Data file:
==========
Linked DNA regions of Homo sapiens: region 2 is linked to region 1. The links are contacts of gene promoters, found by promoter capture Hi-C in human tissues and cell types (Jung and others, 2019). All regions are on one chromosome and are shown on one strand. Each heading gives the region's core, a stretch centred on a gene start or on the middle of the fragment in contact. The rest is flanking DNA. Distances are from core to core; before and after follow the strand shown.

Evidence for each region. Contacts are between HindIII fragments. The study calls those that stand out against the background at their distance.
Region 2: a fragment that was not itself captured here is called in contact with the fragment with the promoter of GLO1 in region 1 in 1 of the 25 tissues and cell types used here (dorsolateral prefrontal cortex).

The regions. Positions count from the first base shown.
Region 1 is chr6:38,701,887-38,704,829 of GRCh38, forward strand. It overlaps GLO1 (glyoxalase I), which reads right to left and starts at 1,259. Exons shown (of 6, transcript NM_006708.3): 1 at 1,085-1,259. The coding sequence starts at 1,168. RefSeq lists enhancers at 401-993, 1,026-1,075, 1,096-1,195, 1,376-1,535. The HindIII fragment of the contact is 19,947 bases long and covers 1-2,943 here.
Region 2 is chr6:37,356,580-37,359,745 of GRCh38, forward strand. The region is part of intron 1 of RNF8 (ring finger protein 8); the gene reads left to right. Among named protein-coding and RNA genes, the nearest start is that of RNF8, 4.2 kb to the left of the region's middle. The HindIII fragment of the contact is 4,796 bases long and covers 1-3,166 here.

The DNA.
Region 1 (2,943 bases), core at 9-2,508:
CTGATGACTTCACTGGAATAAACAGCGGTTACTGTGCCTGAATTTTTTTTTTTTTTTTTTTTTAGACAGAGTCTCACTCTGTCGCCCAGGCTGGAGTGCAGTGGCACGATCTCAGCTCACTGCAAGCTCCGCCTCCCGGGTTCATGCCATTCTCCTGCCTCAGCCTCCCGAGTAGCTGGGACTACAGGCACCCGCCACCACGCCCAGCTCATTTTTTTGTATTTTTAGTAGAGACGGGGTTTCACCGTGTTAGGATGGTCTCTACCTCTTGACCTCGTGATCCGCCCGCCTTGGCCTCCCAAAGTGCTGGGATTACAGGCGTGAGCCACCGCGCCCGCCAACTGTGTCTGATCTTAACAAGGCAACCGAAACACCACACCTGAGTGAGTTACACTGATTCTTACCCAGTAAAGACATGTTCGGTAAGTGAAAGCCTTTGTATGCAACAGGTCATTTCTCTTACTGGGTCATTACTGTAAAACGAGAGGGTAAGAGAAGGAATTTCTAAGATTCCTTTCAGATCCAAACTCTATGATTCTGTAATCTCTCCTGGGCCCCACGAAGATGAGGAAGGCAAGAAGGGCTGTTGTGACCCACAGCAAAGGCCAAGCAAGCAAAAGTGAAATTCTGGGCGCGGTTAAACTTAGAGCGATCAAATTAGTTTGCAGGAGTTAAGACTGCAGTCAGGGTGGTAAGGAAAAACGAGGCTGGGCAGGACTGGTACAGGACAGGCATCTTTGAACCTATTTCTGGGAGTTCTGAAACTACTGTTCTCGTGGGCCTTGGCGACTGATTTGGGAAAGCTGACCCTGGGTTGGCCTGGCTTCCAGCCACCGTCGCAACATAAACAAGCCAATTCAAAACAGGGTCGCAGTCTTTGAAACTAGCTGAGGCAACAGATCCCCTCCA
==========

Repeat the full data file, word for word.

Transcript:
Linked DNA regions of Homo sapiens: region 2 is linked to region 1. The links are contacts of gene promoters, found by promoter capture Hi-C in human tissues and cell types (Jung and others, 2019). All regions are on one chromosome and are shown on one strand. Each heading gives the region's core, a stretch centred on a gene start or on the middle of the fragment in contact. The rest is flanking DNA. Distances are from core to core; before and after follow the strand shown.

Evidence for each region. Contacts are between HindIII fragments. The study calls those that stand out against the background at their distance.
Region 2: a fragment that was not itself captured here is called in contact with the fragment with the promoter of GLO1 in region 1 in 1 of the 25 tissues and cell types used here (dorsolateral prefrontal cortex).

The regions. Positions count from the first base shown.
Region 1 is chr6:38,701,887-38,704,829 of GRCh38, forward strand. It overlaps GLO1 (glyoxalase I), which reads right to left and starts at 1,259. Exons shown (of 6, transcript NM_006708.3): 1 at 1,085-1,259. The coding sequence starts at 1,168. RefSeq lists enhancers at 401-993, 1,026-1,075, 1,096-1,195, 1,376-1,535. The HindIII fragment of the contact is 19,947 bases long and covers 1-2,943 here.
Region 2 is chr6:37,356,580-37,359,745 of GRCh38, forward strand. The region is part of intron 1 of RNF8 (ring finger protein 8); the gene reads left to right. Among named protein-coding and RNA genes, the nearest start is that of RNF8, 4.2 kb to the left of the region's middle. The HindIII fragment of the contact is 4,796 bases long and covers 1-3,166 here.

The DNA.
Region 1 (2,943 bases), core at 9-2,508:
CTGATGACTTCACTGGAATAAACAGCGGTTACTGTGCCTGAATTTTTTTTTTTTTTTTTTTTTAGACAGAGTCTCACTCTGTCGCCCAGGCTGGAGTGCAGTGGCACGATCTCAGCTCACTGCAAGCTCCGCCTCCCGGGTTCATGCCATTCTCCTGCCTCAGCCTCCCGAGTAGCTGGGACTACAGGCACCCGCCACCACGCCCAGCTCATTTTTTTGTATTTTTAGTAGAGACGGGGTTTCACCGTGTTAGGATGGTCTCTACCTCTTGACCTCGTGATCCGCCCGCCTTGGCCTCCCAAAGTGCTGGGATTACAGGCGTGAGCCACCGCGCCCGCCAACTGTGTCTGATCTTAACAAGGCAACCGAAACACCACACCTGAGTGAGTTACACTGATTCTTACCCAGTAAAGACATGTTCGGTAAGTGAAAGCCTTTGTATGCAACAGGTCATTTCTCTTACTGGGTCATTACTGTAAAACGAGAGGGTAAGAGAAGGAATTTCTAAGATTCCTTTCAGATCCAAACTCTATGATTCTGTAATCTCTCCTGGGCCCCACGAAGATGAGGAAGGCAAGAAGGGCTGTTGTGACCCACAGCAAAGGCCAAGCAAGCAAAAGTGAAATTCTGGGCGCGGTTAAACTTAGAGCGATCAAATTAGTTTGCAGGAGTTAAGACTGCAGTCAGGGTGGTAAGGAAAAACGAGGCTGGGCAGGACTGGTACAGGACAGGCATCTTTGAACCTATTTCTGGGAGTTCTGAAACTACTGTTCTCGTGGGCCTTGGCGACTGATTTGGGAAAGCTGACCCTGGGTTGGCCTGGCTTCCAGCCACCGTCGCAACATAAACAAGCCAATTCAAAACAGGGTCGCAGTCTTTGAAACTAGCTGAGGCAACAGATCCCCTCCA